Physiotherapy after Orthopaedic Surgery
Orthopaedic surgery involves an operation by a specialist doctor to repair bones, ligaments and/or muscles. These types of surgery can be elective (when you plan in advance to have the surgery done) or emergency, as a result of trauma or unexpected injuries. When any kind of orthopaedic surgery is done, there will be some loss of strength and joint movement in the area and a physiotherapist is expertly placed to assist with rehabilitation.
Examples of elective surgery include ACL reconstruction or other ligament reconstruction surgery, knee and hip replacements, shoulder stabilisation after shoulder dislocation, and rotator cuff repairs. In the case of elective surgery where you have a planned date for the operation, there is strong research to support “pre-habilitation”, which is pre-operative exercise to improve your post-operative outcome. This involves a program of exercises that are specific to the planned operation, such as joint range of motion exercises, strength and mobility training, balance exercises and general fitness. The pre-habilitation program prepares the affected joint and the rest of the body for surgery and makes the post-operative rehabilitation significantly quicker and easier.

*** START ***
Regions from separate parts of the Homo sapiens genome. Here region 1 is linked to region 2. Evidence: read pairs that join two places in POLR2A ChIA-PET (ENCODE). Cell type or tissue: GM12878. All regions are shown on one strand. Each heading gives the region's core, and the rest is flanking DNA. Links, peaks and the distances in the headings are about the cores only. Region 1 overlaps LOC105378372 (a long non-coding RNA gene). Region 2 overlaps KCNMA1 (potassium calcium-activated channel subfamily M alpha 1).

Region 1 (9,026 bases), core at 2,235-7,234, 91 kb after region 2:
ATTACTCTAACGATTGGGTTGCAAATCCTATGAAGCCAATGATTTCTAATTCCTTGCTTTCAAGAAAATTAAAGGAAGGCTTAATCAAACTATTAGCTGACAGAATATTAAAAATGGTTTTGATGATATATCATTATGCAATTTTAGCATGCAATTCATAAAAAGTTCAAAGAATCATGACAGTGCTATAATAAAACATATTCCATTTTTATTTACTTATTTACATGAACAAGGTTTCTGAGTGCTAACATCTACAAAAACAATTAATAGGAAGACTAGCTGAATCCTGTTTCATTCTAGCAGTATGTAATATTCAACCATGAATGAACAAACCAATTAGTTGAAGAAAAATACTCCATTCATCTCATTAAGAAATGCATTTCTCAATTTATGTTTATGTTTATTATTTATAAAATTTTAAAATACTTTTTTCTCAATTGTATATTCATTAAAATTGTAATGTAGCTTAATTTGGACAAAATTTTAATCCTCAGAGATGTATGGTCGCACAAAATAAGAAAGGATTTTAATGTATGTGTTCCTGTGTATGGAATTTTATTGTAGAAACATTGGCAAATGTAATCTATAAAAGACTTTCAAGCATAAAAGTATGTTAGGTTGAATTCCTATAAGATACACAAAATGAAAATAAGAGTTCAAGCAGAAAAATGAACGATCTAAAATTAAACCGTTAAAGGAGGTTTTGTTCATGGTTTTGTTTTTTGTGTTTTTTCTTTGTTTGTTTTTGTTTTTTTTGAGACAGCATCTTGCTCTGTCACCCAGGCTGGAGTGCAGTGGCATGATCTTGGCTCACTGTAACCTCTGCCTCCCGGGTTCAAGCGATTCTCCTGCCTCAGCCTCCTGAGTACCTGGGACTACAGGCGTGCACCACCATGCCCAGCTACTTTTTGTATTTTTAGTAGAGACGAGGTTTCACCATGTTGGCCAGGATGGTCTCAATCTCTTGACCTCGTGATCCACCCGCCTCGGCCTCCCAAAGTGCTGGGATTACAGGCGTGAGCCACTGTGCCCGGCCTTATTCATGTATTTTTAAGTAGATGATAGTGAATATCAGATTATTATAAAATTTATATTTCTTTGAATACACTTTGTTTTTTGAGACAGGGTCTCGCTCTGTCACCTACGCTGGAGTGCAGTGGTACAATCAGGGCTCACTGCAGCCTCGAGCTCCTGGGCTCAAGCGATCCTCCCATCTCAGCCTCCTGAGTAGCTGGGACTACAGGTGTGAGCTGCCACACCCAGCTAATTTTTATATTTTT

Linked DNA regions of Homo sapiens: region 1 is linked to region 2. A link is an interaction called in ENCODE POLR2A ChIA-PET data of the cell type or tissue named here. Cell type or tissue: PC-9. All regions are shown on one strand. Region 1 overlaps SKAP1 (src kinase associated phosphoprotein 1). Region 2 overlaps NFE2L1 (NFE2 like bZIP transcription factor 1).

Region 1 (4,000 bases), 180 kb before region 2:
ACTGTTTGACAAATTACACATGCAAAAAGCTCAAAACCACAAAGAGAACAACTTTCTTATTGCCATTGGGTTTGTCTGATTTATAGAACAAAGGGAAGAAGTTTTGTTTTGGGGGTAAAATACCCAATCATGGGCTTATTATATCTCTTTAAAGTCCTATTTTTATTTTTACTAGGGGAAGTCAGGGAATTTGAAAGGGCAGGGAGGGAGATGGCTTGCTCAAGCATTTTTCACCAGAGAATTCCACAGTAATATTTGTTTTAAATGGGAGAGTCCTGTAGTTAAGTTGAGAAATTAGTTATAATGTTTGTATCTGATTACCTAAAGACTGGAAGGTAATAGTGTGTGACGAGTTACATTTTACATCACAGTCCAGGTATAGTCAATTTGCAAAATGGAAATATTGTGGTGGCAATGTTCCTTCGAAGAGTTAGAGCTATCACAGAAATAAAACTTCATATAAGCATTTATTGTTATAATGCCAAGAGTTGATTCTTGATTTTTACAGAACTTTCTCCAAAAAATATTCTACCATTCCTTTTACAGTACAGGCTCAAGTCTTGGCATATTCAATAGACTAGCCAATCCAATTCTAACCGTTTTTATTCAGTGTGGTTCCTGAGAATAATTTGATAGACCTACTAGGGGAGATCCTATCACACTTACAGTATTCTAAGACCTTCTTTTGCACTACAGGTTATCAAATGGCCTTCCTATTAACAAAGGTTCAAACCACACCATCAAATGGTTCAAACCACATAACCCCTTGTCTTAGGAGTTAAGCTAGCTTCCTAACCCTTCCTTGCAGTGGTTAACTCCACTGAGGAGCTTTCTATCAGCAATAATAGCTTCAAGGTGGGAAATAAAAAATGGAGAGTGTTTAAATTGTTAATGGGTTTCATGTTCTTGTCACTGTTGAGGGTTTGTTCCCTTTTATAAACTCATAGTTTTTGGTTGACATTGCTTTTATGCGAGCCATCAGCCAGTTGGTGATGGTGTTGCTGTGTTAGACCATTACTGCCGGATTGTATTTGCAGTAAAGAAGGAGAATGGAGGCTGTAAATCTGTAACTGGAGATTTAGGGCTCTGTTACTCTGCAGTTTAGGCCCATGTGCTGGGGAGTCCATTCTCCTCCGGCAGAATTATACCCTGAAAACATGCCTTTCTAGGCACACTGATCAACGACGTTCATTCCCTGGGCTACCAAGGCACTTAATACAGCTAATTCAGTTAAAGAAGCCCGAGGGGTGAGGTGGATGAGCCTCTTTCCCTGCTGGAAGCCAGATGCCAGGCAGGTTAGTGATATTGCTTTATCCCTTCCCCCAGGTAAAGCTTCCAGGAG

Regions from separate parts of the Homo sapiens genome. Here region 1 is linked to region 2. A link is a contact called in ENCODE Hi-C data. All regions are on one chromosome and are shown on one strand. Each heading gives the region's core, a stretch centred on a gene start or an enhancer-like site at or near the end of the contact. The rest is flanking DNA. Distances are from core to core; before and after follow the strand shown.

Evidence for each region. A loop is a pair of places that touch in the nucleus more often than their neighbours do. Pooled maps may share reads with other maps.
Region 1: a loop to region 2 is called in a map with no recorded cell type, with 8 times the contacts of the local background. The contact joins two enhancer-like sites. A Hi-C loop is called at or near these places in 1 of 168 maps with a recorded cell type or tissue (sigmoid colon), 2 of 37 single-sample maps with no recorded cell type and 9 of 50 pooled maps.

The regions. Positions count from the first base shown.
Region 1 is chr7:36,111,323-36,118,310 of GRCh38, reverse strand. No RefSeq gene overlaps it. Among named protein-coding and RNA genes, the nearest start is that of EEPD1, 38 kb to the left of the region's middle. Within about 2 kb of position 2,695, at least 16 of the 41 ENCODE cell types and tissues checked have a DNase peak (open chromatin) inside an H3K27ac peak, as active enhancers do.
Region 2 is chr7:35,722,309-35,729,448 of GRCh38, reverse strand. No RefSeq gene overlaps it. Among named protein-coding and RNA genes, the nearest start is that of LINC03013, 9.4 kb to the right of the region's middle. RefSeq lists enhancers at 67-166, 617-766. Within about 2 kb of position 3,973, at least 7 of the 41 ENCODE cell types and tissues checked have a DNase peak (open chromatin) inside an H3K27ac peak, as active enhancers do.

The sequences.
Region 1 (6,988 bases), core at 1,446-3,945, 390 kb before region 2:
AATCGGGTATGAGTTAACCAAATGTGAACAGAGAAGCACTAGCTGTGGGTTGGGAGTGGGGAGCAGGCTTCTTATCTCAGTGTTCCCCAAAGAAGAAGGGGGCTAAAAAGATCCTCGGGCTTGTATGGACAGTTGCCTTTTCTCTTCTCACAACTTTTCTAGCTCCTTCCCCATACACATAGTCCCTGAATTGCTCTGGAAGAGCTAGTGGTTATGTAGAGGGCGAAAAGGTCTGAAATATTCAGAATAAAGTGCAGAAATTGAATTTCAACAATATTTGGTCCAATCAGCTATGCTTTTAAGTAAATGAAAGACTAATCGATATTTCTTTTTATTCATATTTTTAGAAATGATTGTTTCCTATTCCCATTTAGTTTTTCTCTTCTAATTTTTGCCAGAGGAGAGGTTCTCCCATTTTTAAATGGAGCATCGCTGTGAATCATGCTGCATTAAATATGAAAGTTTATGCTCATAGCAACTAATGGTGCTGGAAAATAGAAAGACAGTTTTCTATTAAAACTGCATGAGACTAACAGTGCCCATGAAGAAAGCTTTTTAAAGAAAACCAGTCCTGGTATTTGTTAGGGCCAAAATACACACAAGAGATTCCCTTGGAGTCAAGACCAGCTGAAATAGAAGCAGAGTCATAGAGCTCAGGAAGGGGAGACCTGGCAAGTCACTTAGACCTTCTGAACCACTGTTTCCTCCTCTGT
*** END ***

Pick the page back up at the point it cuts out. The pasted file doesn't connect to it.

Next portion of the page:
Emergency trauma surgery is usually required when you have a particularly bad broken bone that is at risk of not healing properly. The surgeon may put in screws and plates to keep the broken bones together and then you’ll generally be in a cast, boot or brace for 6 weeks or more to help the bone set. When you come out of this immobilisation, the affected body part will have significant strength and range of motion deficits that affect its function. Physiotherapy rehabilitation involves graded programs of specific exercises that help to safely and effectively restore full movement, strength and function to the operated area.